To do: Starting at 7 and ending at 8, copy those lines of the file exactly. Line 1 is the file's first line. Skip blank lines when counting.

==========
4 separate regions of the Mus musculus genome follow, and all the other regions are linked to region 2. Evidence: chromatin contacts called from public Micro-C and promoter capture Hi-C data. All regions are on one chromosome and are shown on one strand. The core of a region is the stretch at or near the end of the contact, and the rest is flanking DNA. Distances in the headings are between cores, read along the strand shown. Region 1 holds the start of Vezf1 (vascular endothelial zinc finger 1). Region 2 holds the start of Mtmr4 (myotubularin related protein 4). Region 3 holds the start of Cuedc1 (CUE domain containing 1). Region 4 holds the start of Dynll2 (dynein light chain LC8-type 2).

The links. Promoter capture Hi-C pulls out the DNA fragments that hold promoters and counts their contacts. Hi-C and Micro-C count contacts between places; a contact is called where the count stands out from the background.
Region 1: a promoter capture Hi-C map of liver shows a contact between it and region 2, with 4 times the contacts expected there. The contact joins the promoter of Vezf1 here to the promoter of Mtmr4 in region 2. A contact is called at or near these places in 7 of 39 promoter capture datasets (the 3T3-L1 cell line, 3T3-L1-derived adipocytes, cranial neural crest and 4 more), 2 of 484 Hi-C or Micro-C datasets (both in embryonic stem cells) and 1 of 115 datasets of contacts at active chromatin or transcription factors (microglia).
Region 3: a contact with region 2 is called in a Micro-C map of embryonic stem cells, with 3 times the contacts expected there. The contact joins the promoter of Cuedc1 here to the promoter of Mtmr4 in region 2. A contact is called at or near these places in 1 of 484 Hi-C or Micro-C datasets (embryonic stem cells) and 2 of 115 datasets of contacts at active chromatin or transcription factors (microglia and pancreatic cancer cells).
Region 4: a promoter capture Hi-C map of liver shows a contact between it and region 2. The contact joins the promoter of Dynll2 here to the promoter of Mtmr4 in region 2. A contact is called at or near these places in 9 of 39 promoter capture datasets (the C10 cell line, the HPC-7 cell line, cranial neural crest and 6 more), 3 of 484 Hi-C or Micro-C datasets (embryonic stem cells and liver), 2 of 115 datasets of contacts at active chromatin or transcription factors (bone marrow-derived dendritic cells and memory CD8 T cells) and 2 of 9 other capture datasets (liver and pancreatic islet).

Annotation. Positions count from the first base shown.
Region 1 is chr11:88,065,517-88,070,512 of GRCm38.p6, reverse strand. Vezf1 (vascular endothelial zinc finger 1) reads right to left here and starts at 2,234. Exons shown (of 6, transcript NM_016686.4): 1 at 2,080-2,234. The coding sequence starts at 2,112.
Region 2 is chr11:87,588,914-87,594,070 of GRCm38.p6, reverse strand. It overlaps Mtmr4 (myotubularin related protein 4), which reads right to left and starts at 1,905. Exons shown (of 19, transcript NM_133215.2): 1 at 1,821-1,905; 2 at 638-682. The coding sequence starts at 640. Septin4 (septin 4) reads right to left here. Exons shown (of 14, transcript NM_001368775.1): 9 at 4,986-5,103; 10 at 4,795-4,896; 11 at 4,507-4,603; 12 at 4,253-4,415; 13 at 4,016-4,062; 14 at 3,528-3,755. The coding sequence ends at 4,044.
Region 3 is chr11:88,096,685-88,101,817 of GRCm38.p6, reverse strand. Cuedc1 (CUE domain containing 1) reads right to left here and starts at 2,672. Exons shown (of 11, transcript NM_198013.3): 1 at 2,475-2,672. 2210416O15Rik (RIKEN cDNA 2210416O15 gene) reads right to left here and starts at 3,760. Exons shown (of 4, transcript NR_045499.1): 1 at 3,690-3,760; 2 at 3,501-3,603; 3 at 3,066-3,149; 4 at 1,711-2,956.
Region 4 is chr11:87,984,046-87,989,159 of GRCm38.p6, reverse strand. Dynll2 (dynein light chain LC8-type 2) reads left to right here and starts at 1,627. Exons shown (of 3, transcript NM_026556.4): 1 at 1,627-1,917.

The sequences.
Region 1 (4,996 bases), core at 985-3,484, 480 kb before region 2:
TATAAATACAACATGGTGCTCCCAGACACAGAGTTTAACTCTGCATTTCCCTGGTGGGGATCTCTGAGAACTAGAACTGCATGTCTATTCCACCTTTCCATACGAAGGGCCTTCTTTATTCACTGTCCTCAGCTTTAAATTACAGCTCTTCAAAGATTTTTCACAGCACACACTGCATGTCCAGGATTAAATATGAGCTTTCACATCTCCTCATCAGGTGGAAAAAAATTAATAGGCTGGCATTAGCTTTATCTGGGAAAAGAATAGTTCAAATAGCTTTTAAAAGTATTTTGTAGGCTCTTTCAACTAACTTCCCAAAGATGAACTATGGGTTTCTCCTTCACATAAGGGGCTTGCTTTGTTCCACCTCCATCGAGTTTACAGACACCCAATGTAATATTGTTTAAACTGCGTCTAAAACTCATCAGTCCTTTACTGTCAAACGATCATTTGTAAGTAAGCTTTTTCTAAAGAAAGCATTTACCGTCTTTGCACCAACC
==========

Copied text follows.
Region 1 is chr11:88,065,517-88,070,512 of GRCm38.p6, reverse strand. Vezf1 (vascular endothelial zinc finger 1) reads right to left here and starts at 2,234. Exons shown (of 6, transcript NM_016686.4): 1 at 2,080-2,234. The coding sequence starts at 2,112.
Region 2 is chr11:87,588,914-87,594,070 of GRCm38.p6, reverse strand. It overlaps Mtmr4 (myotubularin related protein 4), which reads right to left and starts at 1,905. Exons shown (of 19, transcript NM_133215.2): 1 at 1,821-1,905; 2 at 638-682. The coding sequence starts at 640. Septin4 (septin 4) reads right to left here. Exons shown (of 14, transcript NM_001368775.1): 9 at 4,986-5,103; 10 at 4,795-4,896; 11 at 4,507-4,603; 12 at 4,253-4,415; 13 at 4,016-4,062; 14 at 3,528-3,755. The coding sequence ends at 4,044.